Master of Arts (MA)



Document Type



Anxiety is excessive and impairing for approximately 30% of individuals. Families with anxiety problems tend to pass on those problems to their children, specifically due to a variety of factors: genetics, parenting style, and other environmental risks. On the other hand, promoting behaviors like positive activity scheduling, participation in clubs, and physical activity has been shown to decrease symptoms of anxiety. However, research has yet to focus on this relationship by increasing activity level (e.g., participation in organizations, hobbies, sports). The purpose of this study is to investigate if the relationship between maternal and child anxiety is dependent upon the child’s activity level. Participants were extracted from an existing database at Louisiana State University where they previously completed measures on child anxiety, maternal anxiety, and the number of hobbies, clubs, and sports the child participated in. Data was analyzed using three separate moderated hierarchical regression models. It was hypothesized that there would be a positive relationship between child-reported anxiety and mother self-reported anxiety. It was also hypothesized that the relationship between maternal and child anxiety would be most strongly moderated by the child’s reported level of sport participation; number of organizations and hobbies were hypothesized to also moderate this relationship. Overall, the relationship between maternal and child anxiety was not significant. For hobbies, data suggested that participating in more hobbies strengthens the relationship between maternal and child anxiety, which was unexpected. For organizations, those who participated in three organizations, compared to other groups, had lower anxiety scores. For three sports, compared to all other levels, the relationship was linear, and slightly less positive than the other levels.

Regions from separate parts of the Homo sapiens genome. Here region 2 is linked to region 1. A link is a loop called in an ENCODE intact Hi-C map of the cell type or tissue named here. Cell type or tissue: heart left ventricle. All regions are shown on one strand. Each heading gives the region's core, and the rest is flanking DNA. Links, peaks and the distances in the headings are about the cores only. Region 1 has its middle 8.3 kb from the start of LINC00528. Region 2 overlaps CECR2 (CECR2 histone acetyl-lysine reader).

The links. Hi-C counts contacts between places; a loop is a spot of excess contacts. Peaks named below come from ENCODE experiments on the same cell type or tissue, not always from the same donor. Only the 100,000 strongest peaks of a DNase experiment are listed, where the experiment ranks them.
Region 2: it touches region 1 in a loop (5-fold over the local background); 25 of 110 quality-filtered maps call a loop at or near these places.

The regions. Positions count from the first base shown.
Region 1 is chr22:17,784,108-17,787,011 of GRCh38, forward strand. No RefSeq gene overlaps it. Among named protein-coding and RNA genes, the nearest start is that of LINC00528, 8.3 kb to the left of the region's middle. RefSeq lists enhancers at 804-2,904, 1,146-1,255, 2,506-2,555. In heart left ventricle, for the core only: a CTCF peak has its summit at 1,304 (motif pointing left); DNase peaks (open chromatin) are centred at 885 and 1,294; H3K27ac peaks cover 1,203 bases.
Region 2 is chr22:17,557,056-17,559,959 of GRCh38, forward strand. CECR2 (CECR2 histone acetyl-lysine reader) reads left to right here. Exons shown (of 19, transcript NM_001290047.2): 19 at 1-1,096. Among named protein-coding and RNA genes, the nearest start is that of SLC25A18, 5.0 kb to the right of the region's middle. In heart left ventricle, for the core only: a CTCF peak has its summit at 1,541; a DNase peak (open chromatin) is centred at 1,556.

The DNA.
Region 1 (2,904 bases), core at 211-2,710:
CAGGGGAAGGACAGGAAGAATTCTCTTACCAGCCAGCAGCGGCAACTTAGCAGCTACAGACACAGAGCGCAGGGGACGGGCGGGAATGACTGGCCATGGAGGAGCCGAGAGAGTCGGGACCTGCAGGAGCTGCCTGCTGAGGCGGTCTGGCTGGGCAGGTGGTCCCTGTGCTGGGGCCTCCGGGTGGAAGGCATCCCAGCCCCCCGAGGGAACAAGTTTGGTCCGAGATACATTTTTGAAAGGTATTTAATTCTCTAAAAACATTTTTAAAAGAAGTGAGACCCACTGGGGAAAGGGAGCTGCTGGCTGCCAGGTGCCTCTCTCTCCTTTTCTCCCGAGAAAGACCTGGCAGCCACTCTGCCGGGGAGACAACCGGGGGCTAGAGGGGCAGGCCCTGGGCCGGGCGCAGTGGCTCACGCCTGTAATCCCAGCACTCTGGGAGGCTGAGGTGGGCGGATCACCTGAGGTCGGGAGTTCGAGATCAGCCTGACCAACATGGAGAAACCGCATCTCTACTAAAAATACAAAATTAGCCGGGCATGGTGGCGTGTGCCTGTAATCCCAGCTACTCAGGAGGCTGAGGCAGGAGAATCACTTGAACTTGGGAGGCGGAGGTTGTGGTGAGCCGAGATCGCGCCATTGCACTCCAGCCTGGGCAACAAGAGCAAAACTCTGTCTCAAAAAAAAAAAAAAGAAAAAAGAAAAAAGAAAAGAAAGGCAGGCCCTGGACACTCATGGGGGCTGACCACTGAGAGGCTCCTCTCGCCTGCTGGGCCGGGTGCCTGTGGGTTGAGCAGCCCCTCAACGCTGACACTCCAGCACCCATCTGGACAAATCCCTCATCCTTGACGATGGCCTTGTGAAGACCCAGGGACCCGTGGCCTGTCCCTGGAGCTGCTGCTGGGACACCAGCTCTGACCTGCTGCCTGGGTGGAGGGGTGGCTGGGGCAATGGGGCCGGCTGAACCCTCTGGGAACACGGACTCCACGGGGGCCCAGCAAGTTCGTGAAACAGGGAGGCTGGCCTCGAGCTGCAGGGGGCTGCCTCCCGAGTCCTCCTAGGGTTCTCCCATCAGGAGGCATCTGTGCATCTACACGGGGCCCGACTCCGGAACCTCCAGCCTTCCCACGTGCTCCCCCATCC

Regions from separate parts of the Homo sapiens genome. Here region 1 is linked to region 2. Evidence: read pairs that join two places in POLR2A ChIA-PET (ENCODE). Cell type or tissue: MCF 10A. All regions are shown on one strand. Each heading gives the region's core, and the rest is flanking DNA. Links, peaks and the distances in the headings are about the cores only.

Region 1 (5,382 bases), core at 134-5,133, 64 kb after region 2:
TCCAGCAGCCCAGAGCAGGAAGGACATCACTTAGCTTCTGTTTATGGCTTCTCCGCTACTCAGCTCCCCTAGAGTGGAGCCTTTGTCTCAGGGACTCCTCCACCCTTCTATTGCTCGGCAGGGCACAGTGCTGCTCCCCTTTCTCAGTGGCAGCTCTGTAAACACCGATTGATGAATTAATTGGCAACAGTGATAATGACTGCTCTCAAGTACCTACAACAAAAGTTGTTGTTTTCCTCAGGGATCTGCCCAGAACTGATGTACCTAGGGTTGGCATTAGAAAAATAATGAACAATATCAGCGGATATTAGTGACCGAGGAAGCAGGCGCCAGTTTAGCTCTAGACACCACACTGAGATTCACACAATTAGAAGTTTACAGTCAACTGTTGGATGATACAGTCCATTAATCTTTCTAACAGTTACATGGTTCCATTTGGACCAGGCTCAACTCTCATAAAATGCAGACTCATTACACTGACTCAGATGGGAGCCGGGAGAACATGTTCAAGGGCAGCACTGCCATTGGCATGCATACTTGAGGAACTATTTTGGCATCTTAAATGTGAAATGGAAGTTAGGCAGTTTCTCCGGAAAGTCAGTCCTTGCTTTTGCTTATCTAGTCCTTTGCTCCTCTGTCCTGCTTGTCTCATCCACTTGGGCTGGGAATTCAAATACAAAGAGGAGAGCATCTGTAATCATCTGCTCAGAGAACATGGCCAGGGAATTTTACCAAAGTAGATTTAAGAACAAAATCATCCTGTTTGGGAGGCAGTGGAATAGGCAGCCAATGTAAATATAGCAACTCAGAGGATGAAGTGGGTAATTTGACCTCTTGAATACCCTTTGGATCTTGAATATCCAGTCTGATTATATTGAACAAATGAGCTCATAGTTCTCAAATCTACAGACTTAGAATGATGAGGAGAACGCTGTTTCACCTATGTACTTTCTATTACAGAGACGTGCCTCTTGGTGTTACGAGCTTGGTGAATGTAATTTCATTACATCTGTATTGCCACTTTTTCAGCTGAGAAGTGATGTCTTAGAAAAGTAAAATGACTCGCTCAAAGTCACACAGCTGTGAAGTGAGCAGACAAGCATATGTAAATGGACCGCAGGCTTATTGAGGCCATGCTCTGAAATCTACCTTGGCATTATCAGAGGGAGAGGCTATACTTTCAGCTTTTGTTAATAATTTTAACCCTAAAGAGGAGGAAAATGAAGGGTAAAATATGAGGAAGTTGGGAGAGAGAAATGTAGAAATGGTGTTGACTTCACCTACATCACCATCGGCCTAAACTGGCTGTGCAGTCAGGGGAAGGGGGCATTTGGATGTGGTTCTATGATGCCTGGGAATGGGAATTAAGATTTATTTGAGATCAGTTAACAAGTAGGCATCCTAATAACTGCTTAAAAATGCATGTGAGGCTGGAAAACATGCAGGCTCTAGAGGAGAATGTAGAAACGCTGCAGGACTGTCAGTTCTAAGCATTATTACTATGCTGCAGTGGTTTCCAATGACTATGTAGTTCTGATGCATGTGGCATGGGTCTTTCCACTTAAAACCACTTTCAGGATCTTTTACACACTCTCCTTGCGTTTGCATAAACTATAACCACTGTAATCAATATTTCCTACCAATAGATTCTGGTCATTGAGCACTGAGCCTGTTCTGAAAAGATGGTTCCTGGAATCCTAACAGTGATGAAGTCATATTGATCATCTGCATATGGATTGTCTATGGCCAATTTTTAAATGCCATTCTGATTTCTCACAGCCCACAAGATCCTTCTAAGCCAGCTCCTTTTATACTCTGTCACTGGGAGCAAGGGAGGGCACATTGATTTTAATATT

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Committee Chair

Thompson III, Davis E.



Included in

Psychology Commons